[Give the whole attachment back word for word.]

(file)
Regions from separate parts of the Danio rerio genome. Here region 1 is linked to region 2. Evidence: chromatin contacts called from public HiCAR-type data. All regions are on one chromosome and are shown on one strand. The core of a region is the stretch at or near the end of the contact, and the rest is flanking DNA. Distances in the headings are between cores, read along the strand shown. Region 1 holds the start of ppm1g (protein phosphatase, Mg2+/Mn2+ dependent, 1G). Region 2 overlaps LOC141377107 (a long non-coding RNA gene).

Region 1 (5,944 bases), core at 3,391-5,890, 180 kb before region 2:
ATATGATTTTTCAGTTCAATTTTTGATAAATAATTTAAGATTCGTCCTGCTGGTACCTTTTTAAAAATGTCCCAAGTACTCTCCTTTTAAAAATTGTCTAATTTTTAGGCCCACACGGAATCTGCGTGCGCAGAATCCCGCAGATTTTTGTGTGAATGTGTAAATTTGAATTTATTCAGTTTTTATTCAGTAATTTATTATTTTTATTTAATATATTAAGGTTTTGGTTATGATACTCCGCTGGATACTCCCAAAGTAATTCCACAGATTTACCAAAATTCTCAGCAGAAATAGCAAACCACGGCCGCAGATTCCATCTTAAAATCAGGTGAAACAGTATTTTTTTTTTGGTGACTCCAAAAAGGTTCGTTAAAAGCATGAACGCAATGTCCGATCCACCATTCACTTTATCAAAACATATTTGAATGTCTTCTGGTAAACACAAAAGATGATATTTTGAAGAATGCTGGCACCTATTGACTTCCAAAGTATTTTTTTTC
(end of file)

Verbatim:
Regions from separate parts of the Danio rerio genome. Here region 1 is linked to region 2. Evidence: chromatin contacts called from public HiCAR-type data. All regions are on one chromosome and are shown on one strand. The core of a region is the stretch at or near the end of the contact, and the rest is flanking DNA. Distances in the headings are between cores, read along the strand shown. Region 1 holds the start of ppm1g (protein phosphatase, Mg2+/Mn2+ dependent, 1G). Region 2 overlaps LOC141377107 (a long non-coding RNA gene).

Region 1 (5,944 bases), core at 3,391-5,890, 180 kb before region 2:
ATATGATTTTTCAGTTCAATTTTTGATAAATAATTTAAGATTCGTCCTGCTGGTACCTTTTTAAAAATGTCCCAAGTACTCTCCTTTTAAAAATTGTCTAATTTTTAGGCCCACACGGAATCTGCGTGCGCAGAATCCCGCAGATTTTTGTGTGAATGTGTAAATTTGAATTTATTCAGTTTTTATTCAGTAATTTATTATTTTTATTTAATATATTAAGGTTTTGGTTATGATACTCCGCTGGATACTCCCAAAGTAATTCCACAGATTTACCAAAATTCTCAGCAGAAATAGCAAACCACGGCCGCAGATTCCATCTTAAAATCAGGTGAAACAGTATTTTTTTTTTGGTGACTCCAAAAAGGTTCGTTAAAAGCATGAACGCAATGTCCGATCCACCATTCACTTTATCAAAACATATTTGAATGTCTTCTGGTAAACACAAAAGATGATATTTTGAAGAATGCTGGCACCTATTGACTTCCAAAGTATTTTTTTTC